I'm rendering fonts using Cairo to surfaces, convert those surfaces to RGBA textures and then display them on GL_QUADS using orthotogonal projection and alpha blending. When I use Cairo to render directly to the window (i.e., without hardware acceleration), fonts look perfect. When I show them through OpenGL, they look "thinned". Example: https://imgur.com/a/J7IvG

My texture sizes are powers of two and I do not currently use any scaling (i.e., use the texture coordinates to only show the portion of the texture that actually contains data). I've also tried using the full texture and scaling in the Cairo drawing matrix (i.e., upscaling by Cairo, downloading by OpenGL) which looks even worse.

I believe this has something to do with GL's interpolation, but cannot seem to figure out why it is. When I disable the bilinear GL_LINEAR texture interpolation to GL_NEAREST, they look even worse (and blocky, as if it'd ignore the alpha channel). What can I do to make my font textures look more true to their original?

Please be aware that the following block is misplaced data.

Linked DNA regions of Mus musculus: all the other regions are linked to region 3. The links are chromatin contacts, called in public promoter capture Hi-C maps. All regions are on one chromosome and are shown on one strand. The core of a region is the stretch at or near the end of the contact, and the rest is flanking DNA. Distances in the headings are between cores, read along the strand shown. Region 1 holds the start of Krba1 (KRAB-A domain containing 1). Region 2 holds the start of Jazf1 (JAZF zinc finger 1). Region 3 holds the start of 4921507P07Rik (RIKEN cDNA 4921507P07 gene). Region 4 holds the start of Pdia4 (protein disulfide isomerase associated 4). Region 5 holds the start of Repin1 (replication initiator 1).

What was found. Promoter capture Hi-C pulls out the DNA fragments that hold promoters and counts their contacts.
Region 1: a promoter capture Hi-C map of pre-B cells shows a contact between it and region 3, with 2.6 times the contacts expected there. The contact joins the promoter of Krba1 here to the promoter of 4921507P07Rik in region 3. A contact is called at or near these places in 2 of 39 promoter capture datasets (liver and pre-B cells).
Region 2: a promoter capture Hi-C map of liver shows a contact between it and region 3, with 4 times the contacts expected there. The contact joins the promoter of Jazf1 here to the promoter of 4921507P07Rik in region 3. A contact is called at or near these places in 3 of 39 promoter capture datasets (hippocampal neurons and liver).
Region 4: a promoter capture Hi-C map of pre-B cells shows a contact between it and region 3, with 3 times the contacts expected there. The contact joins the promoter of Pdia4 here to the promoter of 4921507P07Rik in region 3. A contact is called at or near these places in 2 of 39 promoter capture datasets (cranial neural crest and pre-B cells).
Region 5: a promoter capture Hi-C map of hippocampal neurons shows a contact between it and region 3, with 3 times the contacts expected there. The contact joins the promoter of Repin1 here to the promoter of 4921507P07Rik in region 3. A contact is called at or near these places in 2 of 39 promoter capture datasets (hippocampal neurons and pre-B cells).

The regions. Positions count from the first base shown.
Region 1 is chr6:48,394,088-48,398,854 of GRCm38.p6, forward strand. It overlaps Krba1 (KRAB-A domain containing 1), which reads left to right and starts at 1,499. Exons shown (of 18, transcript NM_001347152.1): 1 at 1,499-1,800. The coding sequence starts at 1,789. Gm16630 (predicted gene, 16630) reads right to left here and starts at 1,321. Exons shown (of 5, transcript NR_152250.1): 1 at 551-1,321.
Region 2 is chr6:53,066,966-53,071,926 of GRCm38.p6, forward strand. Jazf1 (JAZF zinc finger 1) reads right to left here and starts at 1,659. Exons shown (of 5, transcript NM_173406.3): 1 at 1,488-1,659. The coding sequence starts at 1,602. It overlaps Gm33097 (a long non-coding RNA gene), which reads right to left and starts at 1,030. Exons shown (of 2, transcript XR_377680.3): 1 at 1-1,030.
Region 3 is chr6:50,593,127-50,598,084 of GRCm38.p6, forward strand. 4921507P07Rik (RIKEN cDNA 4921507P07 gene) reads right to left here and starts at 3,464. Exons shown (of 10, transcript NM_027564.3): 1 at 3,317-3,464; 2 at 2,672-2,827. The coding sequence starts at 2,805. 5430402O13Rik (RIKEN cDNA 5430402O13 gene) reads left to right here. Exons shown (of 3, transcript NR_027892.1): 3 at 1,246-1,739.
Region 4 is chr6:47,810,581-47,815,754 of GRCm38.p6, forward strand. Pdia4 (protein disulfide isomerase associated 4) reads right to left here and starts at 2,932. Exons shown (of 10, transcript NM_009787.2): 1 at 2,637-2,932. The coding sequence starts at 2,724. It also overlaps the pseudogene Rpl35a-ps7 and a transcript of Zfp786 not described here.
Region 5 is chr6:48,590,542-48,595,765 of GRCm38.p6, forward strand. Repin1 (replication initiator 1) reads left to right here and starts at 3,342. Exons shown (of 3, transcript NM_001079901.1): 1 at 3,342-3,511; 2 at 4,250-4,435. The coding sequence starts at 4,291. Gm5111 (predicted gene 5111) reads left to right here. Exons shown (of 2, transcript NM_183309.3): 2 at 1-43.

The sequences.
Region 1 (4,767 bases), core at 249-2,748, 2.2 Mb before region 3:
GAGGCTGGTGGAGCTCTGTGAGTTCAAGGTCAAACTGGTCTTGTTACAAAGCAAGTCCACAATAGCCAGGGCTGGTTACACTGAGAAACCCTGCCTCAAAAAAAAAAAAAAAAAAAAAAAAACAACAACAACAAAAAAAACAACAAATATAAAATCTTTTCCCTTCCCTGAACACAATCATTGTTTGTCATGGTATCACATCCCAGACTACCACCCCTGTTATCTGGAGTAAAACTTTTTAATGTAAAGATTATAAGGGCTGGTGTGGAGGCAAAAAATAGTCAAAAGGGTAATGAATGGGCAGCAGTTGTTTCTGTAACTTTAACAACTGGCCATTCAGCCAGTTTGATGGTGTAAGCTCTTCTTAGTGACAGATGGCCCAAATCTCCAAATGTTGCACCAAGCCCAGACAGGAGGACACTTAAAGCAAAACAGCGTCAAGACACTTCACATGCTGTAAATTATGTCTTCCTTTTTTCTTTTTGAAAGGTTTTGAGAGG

• $\begingroup$ is your lighting turned on for rendering? if so, i suggest trying to turn it off $\endgroup$
    – Tare
    Dec 18 '17 at 10:51
  • $\begingroup$ No, not using any lighting. $\endgroup$ Dec 18 '17 at 10:59
  • $\begingroup$ What kind of alpha blending are you using? $\endgroup$
    – Dan Hulme
    Dec 18 '17 at 11:20
  • $\begingroup$ I use glEnable(GL_ALPHA_TEST) and glBlendFunc(GL_SRC_ALPHA, GL_ONE_MINUS_SRC_ALPHA) at the initialization of my program. $\endgroup$ Dec 18 '17 at 11:21
  • 1
    $\begingroup$ Figured it out! GL_ONE, GL_ONE_MINUS_SRC_ALPHA -- and it works perfectly. Since you brought me on the right track, if you want to write an answer I'll accept it! Thanks again so much. $\endgroup$ Dec 18 '17 at 12:43

From looking at your example images this looks like a case of Alpha blending being applied to the RGB channel of the font-atlas texture and then again applied via the A channel when rendering.

The tell-tale sign of this is usually a feint dark halo surrounding your glyphs which is caused by the unwanted mid-greys present in the texture being multiplied by alpha.

For font rendering it is typical to have anti-aliasing in the A channel and have your RGB channels a constant colour.


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